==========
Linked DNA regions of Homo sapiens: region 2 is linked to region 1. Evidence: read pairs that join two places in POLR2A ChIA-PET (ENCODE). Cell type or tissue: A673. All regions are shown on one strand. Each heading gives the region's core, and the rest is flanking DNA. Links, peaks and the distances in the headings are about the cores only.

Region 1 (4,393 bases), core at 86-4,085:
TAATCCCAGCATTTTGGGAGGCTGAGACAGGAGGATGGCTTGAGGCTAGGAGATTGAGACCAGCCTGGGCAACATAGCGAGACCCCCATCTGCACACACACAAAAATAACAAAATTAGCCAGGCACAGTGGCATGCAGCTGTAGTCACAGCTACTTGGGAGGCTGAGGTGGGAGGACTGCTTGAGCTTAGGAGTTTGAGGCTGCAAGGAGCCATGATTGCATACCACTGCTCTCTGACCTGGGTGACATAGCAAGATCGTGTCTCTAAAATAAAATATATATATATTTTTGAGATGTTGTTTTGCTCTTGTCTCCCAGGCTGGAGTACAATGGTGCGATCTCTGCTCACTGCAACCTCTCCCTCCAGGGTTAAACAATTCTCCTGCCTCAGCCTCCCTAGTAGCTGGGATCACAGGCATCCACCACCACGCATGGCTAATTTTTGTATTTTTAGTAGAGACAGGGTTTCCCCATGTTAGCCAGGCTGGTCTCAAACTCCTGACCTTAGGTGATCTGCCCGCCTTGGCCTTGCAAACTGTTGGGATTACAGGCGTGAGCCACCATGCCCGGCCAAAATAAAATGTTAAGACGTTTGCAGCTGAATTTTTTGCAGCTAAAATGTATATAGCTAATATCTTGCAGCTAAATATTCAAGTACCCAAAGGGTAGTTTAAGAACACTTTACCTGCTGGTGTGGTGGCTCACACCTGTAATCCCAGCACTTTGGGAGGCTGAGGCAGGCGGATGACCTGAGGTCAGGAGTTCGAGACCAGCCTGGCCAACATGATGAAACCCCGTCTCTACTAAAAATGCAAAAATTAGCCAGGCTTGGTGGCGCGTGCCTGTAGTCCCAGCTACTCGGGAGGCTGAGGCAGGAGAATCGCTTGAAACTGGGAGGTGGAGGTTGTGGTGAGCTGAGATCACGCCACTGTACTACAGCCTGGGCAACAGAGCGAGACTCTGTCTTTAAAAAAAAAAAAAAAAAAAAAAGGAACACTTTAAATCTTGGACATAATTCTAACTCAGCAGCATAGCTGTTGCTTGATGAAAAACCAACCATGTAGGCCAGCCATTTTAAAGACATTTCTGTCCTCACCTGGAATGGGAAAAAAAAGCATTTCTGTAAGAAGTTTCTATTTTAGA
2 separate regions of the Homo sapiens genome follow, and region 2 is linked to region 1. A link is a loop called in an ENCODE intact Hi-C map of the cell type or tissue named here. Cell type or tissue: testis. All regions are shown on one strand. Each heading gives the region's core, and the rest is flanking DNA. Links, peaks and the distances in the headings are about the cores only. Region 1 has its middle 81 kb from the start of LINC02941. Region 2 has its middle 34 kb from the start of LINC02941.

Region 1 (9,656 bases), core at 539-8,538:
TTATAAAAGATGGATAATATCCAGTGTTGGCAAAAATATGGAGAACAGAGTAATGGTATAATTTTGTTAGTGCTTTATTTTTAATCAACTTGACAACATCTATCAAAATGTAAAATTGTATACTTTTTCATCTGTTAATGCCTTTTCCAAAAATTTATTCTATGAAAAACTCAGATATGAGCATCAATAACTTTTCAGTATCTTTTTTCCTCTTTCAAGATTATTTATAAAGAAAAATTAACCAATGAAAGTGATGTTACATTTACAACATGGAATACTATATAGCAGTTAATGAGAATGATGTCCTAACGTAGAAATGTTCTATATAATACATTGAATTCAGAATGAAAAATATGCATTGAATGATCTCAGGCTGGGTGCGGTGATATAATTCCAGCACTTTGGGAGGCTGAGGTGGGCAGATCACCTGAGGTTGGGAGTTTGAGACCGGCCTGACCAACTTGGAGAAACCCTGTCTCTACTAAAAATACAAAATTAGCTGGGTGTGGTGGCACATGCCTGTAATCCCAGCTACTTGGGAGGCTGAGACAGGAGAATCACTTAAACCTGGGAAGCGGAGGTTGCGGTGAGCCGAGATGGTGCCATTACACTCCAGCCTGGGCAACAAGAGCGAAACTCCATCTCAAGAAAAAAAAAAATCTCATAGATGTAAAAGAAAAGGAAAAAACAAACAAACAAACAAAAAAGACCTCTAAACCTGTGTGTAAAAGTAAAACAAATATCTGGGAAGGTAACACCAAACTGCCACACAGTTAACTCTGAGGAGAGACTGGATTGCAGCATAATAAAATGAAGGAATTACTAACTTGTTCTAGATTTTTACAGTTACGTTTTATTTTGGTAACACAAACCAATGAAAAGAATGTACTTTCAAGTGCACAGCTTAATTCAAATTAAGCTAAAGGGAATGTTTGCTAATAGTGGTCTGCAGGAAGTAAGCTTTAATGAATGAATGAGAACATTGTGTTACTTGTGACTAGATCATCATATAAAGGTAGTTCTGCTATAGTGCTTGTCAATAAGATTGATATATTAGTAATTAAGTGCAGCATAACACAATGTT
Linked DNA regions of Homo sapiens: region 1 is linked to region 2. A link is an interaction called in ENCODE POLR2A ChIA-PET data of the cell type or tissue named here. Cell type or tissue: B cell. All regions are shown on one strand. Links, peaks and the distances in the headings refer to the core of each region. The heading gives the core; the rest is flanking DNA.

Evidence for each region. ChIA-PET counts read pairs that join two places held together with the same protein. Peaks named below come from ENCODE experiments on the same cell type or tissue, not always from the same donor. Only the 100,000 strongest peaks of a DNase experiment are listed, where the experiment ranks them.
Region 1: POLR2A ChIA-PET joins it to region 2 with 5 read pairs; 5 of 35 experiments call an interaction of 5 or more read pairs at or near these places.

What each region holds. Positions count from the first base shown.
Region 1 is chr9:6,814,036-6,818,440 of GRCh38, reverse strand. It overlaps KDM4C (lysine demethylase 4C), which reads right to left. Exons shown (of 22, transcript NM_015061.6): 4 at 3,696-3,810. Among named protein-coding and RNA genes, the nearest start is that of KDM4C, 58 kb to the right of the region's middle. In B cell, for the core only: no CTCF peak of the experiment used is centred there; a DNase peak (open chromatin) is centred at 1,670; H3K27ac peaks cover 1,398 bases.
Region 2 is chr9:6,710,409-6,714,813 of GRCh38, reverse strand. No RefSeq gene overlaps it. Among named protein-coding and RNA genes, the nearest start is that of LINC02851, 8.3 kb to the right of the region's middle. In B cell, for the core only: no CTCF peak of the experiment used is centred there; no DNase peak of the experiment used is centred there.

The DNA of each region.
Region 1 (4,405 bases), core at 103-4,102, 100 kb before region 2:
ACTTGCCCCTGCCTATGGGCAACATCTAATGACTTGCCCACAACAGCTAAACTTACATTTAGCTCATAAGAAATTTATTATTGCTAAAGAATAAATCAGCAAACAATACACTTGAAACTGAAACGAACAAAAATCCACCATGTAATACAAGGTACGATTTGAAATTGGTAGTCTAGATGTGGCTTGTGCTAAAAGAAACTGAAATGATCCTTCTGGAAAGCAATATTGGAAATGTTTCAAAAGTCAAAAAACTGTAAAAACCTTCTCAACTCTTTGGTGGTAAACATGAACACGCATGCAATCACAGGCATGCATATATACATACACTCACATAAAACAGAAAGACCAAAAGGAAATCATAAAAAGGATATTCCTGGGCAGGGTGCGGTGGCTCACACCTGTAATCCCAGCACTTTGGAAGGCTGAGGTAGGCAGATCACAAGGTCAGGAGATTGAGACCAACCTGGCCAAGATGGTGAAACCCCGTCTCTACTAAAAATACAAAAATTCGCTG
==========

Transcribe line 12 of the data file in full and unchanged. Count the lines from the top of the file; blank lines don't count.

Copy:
Region 2 is chr9:6,710,409-6,714,813 of GRCh38, reverse strand. No RefSeq gene overlaps it. Among named protein-coding and RNA genes, the nearest start is that of LINC02851, 8.3 kb to the right of the region's middle. In B cell, for the core only: no CTCF peak of the experiment used is centred there; no DNase peak of the experiment used is centred there.